Weather Nerd

Tracking Sandy's Landfall: Your One-Stop Shop

[NOTE: For my latest updates on Hurricane Sandy, follow me on Twitter.]

As I did with Irene and Isaac, I thought it would be helpful to create a “one-stop shop” of live data about Hurricane Sandy, so you can track everything in one place as the storm moves ashore.


For the sake of everyone’s browsers and processors, I’ll split this post up into multiple pages/sections by type of image (tidal gauges, satellite, radar, etc.). But if you think your computer can handle it, you can view everything on one page here.

The pages/sections are:

Tidal Gauges
Satellite Maps
Radar Maps
Wind, Pressure & Wave Heights

Here’s a quick sampling of the sort of images on those pages/sections of this post:

Tidal Gauge at The Battery, New York, NY:

(NOTE: The main Battery Park tidal gauge display is having on-again, off-again issues. If the above image is blank, try this backup. Remember: the storm surge is the green line, i.e., the red “Observed Height” minus the blue “Predicted Height.”)

Northeast Sector Radar:

RGB Satellite, Eastern U.S.:

Wind & Pressure, Cape May, NJ:

Also, I’m not going to embed them all in this post, but you may want to check out these webcams, as well as this webcam with sound from the torch of the Statue of Liberty.

Anyway… on with the “one-stop shop.” I’ll start with tidal gauges. Again, click here to view everything on one page.


These are mostly courtesy NOAA Tides and Currents. By way of explanation/reminder:


• The blue line is the expected, “normal” water level, as the tides come in and out. Basically, it’s what the tides would be without Isaac.

• The red line is the actual observed water level. When you see the red line not declining, or only declining slightly, while the blue line is going way down, that’s bad news. It means the storm surge is preventing the tide from going out, so the next high tide will likely be much higher (assuming the surge is still present when the tide comes in).

• The green line is the “residual” level, i.e., the difference between the red and blue lines. Basically, the green line is the storm surge. So, for instance, if the red line is declining as the tide goes out, but not as much as it “should” be declining (as in the scenario just discussed), that will cause the green line to go up.

Duck, NC

Chesapeake Bay Bridge Tunnel, VA

Windmill Point, VA (in Chesapeake Bay)

Wachapreague, VA

Ocean City, MD

Lewes, DE (south side, mouth of Delaware Bay)

Brandywine Shoal Light, DE (middle of Delaware Bay)

Cape May, NJ (north side, mouth of Delaware Bay)

Atlantic City, NJ

Sandy Hook, NJ (mouth of New York Harbor)

Another View of Sandy Hook, NJ:


Bergen Point, NY (north shore of Staten Island)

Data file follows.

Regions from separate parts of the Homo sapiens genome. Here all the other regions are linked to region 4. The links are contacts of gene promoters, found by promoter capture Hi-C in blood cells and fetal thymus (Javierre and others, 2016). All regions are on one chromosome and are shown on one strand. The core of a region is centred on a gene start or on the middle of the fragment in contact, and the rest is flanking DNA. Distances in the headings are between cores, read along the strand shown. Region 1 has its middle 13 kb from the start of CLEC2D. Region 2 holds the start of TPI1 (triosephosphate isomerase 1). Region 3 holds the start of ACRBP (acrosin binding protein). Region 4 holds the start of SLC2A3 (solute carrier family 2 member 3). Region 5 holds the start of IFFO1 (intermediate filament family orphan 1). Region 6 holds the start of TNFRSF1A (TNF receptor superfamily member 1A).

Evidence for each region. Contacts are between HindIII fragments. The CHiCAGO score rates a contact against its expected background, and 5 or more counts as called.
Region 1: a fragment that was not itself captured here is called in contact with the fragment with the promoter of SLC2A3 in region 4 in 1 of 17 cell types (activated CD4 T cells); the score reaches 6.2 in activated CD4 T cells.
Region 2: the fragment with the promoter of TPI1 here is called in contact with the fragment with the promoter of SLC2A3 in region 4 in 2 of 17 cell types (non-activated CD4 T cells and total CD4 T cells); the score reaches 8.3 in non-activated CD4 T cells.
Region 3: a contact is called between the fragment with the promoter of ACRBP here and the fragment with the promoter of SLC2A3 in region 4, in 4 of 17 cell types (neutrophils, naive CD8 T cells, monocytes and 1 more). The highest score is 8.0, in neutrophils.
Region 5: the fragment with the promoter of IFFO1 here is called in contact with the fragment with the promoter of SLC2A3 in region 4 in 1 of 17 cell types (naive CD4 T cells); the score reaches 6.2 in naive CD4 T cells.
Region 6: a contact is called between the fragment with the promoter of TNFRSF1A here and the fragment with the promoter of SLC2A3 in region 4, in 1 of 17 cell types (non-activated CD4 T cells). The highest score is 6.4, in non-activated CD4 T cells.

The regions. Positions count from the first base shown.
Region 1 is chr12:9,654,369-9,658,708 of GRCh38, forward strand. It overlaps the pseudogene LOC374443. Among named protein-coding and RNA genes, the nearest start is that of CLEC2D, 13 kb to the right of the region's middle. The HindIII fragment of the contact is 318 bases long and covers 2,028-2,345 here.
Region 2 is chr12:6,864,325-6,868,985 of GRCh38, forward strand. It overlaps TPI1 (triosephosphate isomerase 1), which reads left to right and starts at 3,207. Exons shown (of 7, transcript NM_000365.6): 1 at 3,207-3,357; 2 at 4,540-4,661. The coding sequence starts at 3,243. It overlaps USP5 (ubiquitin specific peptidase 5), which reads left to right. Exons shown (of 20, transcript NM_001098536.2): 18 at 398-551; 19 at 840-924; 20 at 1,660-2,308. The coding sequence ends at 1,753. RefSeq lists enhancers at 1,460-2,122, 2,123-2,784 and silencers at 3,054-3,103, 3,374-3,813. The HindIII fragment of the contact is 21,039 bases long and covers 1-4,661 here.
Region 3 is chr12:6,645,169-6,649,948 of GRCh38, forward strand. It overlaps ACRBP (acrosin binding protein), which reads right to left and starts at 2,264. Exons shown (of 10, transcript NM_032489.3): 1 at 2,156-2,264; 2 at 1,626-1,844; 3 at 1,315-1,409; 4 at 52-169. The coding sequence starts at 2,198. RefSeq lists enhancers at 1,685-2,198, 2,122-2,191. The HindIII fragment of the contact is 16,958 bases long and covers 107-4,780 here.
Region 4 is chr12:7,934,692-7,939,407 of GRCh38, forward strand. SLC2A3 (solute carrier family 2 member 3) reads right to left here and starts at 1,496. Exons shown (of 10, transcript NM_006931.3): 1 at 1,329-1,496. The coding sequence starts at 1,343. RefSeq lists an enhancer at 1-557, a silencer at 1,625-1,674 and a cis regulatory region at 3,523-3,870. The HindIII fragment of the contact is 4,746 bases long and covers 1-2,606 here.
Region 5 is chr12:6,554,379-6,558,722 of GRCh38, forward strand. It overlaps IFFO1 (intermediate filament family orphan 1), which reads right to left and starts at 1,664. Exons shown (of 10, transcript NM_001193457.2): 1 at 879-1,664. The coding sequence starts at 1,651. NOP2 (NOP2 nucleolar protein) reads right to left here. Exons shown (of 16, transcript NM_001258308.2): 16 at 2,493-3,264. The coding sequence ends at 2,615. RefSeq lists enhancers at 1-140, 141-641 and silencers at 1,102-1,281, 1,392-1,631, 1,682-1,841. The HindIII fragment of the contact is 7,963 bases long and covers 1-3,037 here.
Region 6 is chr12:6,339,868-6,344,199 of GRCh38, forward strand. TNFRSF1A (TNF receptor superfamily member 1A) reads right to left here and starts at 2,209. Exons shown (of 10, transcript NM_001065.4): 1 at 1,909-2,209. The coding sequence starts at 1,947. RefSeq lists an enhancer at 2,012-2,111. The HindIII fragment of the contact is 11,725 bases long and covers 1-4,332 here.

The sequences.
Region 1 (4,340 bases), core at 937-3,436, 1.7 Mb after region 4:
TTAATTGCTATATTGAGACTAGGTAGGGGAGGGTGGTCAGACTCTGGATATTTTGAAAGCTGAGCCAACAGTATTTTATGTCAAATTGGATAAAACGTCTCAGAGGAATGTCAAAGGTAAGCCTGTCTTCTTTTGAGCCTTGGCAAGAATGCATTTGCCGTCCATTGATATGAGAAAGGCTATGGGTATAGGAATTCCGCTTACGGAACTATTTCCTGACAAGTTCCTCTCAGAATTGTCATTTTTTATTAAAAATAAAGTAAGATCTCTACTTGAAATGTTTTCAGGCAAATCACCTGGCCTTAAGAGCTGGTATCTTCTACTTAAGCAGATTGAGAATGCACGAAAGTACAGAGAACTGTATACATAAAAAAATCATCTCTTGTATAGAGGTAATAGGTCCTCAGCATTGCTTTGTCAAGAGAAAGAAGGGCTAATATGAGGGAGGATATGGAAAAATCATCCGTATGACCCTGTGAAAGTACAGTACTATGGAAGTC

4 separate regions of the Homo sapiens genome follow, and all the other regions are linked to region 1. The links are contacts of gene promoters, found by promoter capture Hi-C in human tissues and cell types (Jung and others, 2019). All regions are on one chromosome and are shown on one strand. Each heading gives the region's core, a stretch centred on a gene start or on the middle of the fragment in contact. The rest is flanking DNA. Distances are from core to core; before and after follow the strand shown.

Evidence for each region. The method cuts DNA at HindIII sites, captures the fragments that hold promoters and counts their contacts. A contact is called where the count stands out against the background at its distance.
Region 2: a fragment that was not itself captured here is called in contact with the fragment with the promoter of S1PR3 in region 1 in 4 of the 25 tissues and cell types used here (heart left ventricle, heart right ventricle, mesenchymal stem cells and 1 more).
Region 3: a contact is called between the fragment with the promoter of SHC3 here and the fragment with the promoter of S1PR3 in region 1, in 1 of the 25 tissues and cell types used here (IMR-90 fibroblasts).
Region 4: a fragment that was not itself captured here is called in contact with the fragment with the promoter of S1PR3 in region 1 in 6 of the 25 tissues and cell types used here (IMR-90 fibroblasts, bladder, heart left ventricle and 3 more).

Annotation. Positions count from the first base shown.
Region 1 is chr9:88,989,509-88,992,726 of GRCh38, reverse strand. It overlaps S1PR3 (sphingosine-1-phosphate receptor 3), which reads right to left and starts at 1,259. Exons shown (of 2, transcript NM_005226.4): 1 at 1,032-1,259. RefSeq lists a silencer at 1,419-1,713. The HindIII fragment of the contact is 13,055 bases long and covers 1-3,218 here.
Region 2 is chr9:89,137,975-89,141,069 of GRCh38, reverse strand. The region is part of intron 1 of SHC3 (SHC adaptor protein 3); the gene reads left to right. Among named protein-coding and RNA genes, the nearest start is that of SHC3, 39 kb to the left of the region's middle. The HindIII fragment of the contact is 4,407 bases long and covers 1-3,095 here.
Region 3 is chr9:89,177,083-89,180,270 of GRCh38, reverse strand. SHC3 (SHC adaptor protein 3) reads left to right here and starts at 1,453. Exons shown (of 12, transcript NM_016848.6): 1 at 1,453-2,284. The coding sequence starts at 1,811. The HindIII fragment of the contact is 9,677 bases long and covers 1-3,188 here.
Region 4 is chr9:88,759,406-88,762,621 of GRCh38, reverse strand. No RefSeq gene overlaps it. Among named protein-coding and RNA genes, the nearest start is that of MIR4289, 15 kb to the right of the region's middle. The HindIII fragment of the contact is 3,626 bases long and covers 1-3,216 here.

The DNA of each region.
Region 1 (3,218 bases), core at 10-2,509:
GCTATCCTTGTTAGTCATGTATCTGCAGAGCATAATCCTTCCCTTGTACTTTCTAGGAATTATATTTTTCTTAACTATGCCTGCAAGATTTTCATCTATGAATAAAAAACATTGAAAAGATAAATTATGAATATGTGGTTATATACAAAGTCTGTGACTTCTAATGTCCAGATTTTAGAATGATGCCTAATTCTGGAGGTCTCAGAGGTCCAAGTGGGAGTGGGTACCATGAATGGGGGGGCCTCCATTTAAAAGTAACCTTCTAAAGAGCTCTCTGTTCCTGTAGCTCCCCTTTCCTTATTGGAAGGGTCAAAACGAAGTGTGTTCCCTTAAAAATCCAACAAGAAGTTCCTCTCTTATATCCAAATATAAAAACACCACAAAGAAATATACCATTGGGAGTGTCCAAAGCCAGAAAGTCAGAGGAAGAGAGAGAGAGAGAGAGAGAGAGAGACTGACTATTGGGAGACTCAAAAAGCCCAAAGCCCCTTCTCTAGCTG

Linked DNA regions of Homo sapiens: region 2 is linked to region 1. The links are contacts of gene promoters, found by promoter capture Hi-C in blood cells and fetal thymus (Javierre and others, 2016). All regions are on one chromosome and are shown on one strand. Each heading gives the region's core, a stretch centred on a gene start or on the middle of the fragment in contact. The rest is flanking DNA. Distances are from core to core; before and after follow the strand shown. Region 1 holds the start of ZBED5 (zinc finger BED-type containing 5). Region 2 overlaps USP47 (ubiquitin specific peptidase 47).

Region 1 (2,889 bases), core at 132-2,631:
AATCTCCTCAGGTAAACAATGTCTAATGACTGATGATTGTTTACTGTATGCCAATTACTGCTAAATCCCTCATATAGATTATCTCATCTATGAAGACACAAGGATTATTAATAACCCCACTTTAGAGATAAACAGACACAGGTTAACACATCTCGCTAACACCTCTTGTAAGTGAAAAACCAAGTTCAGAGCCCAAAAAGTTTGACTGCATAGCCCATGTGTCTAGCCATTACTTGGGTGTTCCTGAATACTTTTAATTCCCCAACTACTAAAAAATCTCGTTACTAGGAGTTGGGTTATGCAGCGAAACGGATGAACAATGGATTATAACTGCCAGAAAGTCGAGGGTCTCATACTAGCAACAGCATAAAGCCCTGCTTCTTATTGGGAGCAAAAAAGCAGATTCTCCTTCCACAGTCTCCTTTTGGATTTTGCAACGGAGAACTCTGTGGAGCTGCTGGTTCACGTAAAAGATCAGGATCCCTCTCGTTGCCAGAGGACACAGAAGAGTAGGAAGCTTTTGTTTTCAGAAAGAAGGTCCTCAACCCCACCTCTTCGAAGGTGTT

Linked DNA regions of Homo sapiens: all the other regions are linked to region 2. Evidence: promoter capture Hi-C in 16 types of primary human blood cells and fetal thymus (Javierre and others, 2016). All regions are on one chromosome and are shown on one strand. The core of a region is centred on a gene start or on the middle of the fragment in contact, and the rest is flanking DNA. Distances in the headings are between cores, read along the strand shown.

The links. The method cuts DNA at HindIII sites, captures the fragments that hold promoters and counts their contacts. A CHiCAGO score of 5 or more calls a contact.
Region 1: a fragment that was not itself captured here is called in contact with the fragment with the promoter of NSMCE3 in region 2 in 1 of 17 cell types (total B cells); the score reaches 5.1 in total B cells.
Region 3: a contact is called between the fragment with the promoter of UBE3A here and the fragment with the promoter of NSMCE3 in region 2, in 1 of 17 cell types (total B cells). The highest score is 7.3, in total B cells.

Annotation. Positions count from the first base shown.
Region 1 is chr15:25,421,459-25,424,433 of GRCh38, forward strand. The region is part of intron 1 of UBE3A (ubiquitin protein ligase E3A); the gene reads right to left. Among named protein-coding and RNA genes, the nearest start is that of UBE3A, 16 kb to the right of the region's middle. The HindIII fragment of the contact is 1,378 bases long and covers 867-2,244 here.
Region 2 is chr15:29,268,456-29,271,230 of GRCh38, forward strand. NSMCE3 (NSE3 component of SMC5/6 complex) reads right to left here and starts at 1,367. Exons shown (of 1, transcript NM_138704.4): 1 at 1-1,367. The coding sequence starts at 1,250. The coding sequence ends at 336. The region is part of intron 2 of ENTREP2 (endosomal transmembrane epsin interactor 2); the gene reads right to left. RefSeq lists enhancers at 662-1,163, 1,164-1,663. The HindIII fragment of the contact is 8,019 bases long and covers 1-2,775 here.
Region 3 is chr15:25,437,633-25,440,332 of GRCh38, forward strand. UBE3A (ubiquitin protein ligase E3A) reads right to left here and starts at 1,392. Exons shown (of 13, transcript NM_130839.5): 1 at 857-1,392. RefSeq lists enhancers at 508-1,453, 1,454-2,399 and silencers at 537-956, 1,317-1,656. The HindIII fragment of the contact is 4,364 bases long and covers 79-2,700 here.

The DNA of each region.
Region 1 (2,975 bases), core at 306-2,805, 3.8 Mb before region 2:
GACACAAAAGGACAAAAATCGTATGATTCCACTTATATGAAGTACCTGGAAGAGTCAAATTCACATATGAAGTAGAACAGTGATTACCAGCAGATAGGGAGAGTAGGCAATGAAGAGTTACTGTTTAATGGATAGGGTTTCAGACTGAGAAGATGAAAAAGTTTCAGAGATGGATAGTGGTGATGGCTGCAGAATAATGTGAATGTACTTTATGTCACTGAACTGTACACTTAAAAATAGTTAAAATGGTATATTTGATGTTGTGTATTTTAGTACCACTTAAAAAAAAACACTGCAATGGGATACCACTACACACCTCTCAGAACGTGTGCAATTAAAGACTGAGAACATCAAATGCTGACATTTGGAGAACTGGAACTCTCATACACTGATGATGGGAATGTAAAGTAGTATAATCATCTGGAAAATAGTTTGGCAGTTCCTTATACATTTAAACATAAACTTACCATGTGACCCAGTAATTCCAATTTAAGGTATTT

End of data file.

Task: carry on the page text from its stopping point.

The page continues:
The Battery, NY (Lower Manhattan)

[NOTE: If the above graphic isn’t working, try this view of The Battery data.]

Yet another view of The Battery, NY:

Kings Point, NY (north shore of western Long Island)

Another view of Kings Point, NY:

Hudson River below Poughkeepsie, NY

Hudson River at Albany NY

Inwood, NY (south shore of Long Island)

Freeport, NY (south shore of Long Island)

Lindenhurst, NY (south shore of Long Island)

Bridgeport, CT (on Long Island Sound)

New Haven, CT (on Long Island Sound)

New London, CT (on Long Island Sound)

Montauk, NY (north side, facing Long Island Sound)

Newport, RI

Woods Hole, MA

Additional tidal gauges in Delaware Bay / Delaware River:

Ship John Shoal, NJ

Reedy Point, DE

Delaware City, DE

Marcus Hook, PA

Philadelphia, PA

Tacony-Palmyra Bridge, NJ

Burlington, NJ

Newbold, PA


Eastern U.S.: RGB

Eastern U.S.: Water Vapor

Eastern U.S.: AVN-Color

Storm close-up: Visible (daytime) / Non-Enhanced Infrared (nighttime)

Storm close-up: Enhanced Infrared (RBTOP)

More here and here.

RADAR (precipitation falling now)

Northeast Sector Radar:

Upton, NY (Long-Range):

Upton, NY (Short-Range):

Holly, NJ (Long-Range):


Holly, NJ (Short-Range):

Dover, DE (Long-Range):

Dover, DE (Short-Range):

Wakefield, VA (Long-Range):

Wakefield, VA (Short-Range):

RADAR (storm total precipitation)

Upton, NY:

Mount Holly, NJ:

Dover, DE:

Wakefield, VA:


Open water east of Ocean City, MD

Cape May, NJ

Sandy Hook, NJ

~100 miles south of Long Island

(NOTE: This is not an official NOAA buoy, and it’s not clear if the data is accurate. It has shown some wind gusts that seem implausibly high.)

~35 miles south of Long Island

New York Harbor Entrance

Robins Reef, NJ (in NY harbor)

Central Long Island Sound


Open water east of Ocean City, MD

35 miles south of Long Island

New York Harbor Entrance

Central Long Island Sound



Lake Ontario

Lake Erie

Lake Huron

Lake Michigan

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